• Priority Registration! Seminar guests receive priority registration consideration for our June 16th, 2018 Running Camp at our new state-of-the-art Bozeman location. Our annual running camp, limited to the first 30 sign-ups (waiting list available), is a 4-hour comprehensive running workshop filled with great info from our running experts and community special guests. Since this is a community outreach event, the suggested running camp online registration is a $10 donation which will be donated to the Gallatin Valley Food Bank in the registrant’s name. Click Here for more info.

Door prizes! Free and everyone welcome.

Attendee’s of our May 9th, 2018 Running Strong Seminar held at the Bozeman Library will receive priority registration access for our annual Excel Physical Therapy Running Camp 2018 community education event, held on June 16th, 2018, 8AM-12PM at our new state of the art Bozeman location at 1823 West College Street (corner of 19th and College Streets.)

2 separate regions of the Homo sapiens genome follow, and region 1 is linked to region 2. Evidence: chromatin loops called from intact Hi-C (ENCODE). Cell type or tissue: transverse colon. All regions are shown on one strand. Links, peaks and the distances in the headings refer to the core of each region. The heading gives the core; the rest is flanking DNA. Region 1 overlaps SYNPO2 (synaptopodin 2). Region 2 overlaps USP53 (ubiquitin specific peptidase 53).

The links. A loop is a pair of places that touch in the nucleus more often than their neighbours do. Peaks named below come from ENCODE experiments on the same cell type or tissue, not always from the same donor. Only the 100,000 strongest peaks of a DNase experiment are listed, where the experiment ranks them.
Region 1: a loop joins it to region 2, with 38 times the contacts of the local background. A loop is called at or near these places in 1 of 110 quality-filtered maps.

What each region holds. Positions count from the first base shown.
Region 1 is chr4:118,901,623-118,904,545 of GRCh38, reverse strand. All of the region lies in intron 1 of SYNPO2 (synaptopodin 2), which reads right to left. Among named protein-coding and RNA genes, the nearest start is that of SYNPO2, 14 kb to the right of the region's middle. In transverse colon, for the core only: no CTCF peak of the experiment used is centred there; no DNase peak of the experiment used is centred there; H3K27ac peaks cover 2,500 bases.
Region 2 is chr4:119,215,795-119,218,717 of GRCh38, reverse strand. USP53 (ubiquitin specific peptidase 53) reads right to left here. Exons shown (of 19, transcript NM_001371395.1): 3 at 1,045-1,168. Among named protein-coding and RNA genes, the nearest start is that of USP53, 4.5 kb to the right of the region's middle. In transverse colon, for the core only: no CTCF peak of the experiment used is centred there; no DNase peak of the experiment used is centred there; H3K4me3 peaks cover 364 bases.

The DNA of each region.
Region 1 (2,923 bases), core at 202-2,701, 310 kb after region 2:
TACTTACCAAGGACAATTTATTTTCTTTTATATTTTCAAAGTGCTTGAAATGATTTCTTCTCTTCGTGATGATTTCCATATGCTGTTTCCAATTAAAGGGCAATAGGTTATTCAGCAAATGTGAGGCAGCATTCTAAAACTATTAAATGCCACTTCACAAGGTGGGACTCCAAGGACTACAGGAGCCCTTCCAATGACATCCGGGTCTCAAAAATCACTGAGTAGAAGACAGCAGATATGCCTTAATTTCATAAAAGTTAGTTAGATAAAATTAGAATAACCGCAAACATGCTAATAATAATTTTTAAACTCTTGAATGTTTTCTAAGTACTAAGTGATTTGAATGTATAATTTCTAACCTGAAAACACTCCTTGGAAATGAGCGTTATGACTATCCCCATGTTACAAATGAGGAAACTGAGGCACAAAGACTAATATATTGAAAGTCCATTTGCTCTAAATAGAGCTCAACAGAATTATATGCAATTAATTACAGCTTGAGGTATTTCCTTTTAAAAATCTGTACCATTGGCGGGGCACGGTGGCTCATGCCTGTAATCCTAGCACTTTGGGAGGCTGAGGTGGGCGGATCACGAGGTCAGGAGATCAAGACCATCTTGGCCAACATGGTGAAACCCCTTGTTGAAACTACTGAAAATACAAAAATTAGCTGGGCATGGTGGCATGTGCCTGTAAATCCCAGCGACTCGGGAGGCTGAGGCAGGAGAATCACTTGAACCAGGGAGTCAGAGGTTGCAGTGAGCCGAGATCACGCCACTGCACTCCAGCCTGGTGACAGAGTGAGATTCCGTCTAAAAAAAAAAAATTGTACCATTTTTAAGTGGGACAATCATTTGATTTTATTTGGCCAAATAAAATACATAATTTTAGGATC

Our team’s mission at Excel Physical Therapy is to support our community through service, education, and promoting the value of physical well-being; this seminar is our commitment to you to provide you with the most up to date strategies for a successful running program so you can Live Better and Play Smarter.

"It was easy to come to you without signing my life away...Very friendly staff. Everyone is smiling and upbeat/happy. Great place!" --M.M., Bozeman Patient

View more testimonials from Excel PT clients »